Dershowitz—who advised Carter’s 1976 presidential campaign—concludes “truth was obviously not Carter’s goal, since all of his errors paint Israel in a false, negative light” (The Case Against Israel’s Enemies).
Carter’s assertion that Israel is an apartheid state is a demonstrable slander. Israeli Arabs enjoy greater political, social and economic rights, not to mention personal safety, than their brethren in virtually all Arab countries.
Echoing Terrorist Claims
In keeping with his habit of both trying to cast Israel as an expansionist nation and simultaneously acting as an interlocutor for the Jewish state’s opponents, Carter claimed that Israel did not withdraw completely from Lebanon in the spring of 2000. In fact, Israel’s withdra
wal was certified by the United Nations, which noted on June 16, 2000 that “Israeli forces have withdrawn from Lebanon.” Carter—echoing the Iranian-backed, Lebanese Hezbollah, a U.S.-designated terrorist organization—misrepresented Israeli counter-terrorism action on the border with Lebanon as proof the Jewish state had not withdrawn completely.
A seeming willfulness to ignore antisemitic calls for violence was exhibited in an interview Carter did with KHOW-AM radio show host Craig Silverman on Dec. 12, 2006. When confronted with statements by Hamas (the Palestinian Islamic Resistance Movement, another U.S.-designated terrorist organization) officials saying they would never recognize Israel and would work to destroy it, Carter denied representatives of the terrorist group had made such assertions (Bearing False Witness).
The former president covered for Hamas again in Palestine: Peace Not Apartheid, claiming that “three Palestinians were shot and killed by Israeli police at a checkpoint in Jenin” during Palestinian elections in 1996. Manipulatively, he failed to mention that all three were Hamas members who “tried to shoot their way past an Israeli roadblock”—wounding an Israeli soldier in the process (Bearing False Witness).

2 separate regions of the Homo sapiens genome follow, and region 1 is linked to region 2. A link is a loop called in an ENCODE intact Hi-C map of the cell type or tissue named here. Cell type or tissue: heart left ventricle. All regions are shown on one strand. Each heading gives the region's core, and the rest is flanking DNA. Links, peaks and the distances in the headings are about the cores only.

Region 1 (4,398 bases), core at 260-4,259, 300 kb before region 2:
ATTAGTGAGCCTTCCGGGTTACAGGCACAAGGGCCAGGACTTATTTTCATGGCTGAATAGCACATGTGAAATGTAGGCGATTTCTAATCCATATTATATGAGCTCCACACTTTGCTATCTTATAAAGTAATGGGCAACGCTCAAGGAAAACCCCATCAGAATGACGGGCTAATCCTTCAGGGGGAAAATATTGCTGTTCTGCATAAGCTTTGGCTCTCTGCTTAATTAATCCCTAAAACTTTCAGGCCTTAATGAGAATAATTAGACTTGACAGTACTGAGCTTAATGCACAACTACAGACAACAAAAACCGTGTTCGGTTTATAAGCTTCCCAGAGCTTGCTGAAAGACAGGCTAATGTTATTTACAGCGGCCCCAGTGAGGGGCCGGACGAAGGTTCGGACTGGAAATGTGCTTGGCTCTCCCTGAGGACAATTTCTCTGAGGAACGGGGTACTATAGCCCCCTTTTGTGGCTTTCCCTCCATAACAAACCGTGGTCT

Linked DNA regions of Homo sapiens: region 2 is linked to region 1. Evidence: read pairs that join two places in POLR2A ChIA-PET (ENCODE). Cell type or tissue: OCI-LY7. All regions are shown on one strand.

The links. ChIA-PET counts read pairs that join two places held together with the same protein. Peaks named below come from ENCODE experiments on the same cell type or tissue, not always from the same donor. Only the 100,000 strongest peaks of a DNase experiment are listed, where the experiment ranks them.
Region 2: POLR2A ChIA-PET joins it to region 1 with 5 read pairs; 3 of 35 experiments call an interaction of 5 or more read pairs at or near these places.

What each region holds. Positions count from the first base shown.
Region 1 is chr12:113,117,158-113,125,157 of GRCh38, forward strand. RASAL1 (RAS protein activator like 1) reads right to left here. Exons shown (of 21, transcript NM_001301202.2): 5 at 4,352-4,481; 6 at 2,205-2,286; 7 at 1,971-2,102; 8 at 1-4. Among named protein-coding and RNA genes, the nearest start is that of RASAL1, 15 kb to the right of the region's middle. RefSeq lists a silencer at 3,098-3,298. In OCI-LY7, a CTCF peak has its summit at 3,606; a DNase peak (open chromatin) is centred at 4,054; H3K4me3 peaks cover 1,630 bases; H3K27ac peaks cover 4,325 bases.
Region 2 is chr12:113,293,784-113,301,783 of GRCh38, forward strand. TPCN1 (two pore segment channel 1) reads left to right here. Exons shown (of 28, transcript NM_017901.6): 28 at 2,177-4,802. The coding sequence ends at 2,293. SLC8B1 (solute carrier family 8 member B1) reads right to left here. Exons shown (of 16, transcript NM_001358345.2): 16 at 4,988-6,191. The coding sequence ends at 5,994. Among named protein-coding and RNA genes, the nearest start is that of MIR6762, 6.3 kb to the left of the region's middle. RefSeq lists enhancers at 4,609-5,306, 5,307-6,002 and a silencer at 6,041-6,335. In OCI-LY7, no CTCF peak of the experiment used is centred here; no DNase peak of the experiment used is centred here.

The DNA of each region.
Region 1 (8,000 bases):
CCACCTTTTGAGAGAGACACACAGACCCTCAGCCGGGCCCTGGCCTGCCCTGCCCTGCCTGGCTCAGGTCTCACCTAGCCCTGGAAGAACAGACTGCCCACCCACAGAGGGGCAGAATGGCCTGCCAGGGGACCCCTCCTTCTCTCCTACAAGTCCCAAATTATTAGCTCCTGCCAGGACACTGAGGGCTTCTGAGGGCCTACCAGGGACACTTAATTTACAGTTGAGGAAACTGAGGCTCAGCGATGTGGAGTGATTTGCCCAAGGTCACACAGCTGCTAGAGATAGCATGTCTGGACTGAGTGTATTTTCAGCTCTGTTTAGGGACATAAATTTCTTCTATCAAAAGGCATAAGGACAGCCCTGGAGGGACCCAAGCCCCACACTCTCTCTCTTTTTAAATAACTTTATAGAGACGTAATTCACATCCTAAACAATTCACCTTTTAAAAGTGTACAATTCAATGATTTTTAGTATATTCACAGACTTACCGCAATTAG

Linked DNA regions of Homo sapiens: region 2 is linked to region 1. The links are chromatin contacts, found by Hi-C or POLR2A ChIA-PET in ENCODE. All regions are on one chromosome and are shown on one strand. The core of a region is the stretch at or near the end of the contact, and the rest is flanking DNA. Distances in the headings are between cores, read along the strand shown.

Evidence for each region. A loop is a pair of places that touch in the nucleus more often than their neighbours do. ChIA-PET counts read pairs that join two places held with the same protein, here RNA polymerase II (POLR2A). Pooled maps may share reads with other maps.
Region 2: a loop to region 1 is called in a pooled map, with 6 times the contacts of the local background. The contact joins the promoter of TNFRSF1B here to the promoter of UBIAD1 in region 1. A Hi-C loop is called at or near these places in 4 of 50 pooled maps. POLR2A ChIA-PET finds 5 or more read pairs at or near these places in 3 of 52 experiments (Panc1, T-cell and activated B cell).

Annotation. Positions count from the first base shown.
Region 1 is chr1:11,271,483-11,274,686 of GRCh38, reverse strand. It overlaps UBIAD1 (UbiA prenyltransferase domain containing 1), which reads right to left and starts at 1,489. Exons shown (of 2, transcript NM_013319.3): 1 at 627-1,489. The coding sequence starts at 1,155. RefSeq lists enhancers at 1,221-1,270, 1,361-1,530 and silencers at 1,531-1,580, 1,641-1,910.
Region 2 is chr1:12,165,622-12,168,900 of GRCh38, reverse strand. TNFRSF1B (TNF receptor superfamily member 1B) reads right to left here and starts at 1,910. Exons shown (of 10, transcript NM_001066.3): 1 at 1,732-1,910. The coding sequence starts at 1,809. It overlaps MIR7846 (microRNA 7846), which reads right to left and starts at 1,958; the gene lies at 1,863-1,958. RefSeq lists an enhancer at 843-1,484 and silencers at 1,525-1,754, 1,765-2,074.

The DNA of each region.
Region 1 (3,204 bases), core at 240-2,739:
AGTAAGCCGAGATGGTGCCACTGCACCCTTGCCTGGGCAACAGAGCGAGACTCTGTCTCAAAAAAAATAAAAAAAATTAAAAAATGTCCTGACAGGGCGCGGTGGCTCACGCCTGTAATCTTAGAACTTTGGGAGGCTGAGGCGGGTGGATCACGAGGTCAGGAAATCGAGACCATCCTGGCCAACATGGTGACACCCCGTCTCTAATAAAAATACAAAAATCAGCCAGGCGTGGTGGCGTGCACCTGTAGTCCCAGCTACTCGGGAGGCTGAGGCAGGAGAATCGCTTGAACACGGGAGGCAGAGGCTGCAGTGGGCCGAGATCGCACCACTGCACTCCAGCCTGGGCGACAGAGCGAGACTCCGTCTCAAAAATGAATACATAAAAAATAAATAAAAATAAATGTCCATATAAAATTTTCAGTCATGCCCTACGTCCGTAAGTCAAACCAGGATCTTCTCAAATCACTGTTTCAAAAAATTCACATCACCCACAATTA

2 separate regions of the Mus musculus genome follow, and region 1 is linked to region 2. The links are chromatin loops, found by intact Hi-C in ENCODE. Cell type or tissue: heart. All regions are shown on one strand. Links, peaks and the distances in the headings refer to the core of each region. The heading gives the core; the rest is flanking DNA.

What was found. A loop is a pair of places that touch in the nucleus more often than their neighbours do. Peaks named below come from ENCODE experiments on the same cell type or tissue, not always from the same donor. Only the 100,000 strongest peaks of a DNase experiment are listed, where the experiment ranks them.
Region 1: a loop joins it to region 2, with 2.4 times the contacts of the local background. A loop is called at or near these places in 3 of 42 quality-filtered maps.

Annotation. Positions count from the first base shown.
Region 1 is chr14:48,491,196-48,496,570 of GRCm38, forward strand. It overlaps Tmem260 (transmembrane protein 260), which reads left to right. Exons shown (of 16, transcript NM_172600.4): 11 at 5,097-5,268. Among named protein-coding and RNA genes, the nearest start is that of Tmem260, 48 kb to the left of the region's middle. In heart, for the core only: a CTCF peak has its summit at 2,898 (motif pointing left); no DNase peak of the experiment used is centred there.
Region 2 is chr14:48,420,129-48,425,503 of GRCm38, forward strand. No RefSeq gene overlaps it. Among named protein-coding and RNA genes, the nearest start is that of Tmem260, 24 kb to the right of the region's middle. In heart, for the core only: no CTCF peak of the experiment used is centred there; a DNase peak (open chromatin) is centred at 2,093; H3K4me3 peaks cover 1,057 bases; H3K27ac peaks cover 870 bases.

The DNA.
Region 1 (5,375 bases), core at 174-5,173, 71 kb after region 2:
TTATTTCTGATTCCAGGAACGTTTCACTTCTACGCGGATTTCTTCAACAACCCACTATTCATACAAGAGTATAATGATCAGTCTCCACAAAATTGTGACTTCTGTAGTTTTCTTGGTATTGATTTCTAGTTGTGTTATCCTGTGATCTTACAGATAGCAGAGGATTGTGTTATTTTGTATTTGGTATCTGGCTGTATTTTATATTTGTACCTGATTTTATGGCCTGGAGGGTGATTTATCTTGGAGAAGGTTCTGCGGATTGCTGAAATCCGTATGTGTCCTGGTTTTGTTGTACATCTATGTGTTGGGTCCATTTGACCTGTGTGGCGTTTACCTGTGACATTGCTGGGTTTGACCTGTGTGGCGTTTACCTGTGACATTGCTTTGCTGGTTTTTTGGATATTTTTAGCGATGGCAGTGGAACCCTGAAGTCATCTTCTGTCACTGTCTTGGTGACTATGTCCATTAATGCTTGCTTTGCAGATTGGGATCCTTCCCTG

Carter went so far as to excuse terrorism. In Palestine, Peace Not Apartheid he wrote: “It is imperative that the general Arab community and all significant Palestinian groups make it clear that they will end the suicide bombings and other acts of terrorism when international laws and the ultimate goals of the Roadmap for Peace are accepted by Israel” [emphasis added].
The former president didn’t just excuse terrorism—he also booked meetings with noted terrorist leaders. In April 2008, it was announced that Carter planned to meet with Khaled Meshal—the head of Hamas. The Washington Post noted that up until that point, “no senior American representative, in or out of the government, has met with Hamas’ leadership since it was named a terrorist group in the mid-1990’s.” This did not stop Carter—who despite objections from the U.S. government—met with the terrorist leader (“Former President Carter to Meet with Hamas Chief,” April 10, 2008).
Other examples of the one-term president’s lobbying for Hamas and simultaneous impugning of Israel include “United Palestinian government may provide new opportunity for peace” (Washington Post, May 12, 2014), “A Partnership that could bring Mideast peace,” (Post, May 14, 2011), “The Elders’ View of the Middle East” (Post, Sept. 6, 2009), “A new chance for Peace?” (Post, Jan. 18, 2007) and “Stop the Band-Aid Treatment; We Need Policies for a Real, Lasting Middle East Peace” (Post, Aug. 1, 2006).
As CAMERA said last year in response to Carter’s May 16 Washington Post Op-Ed “A n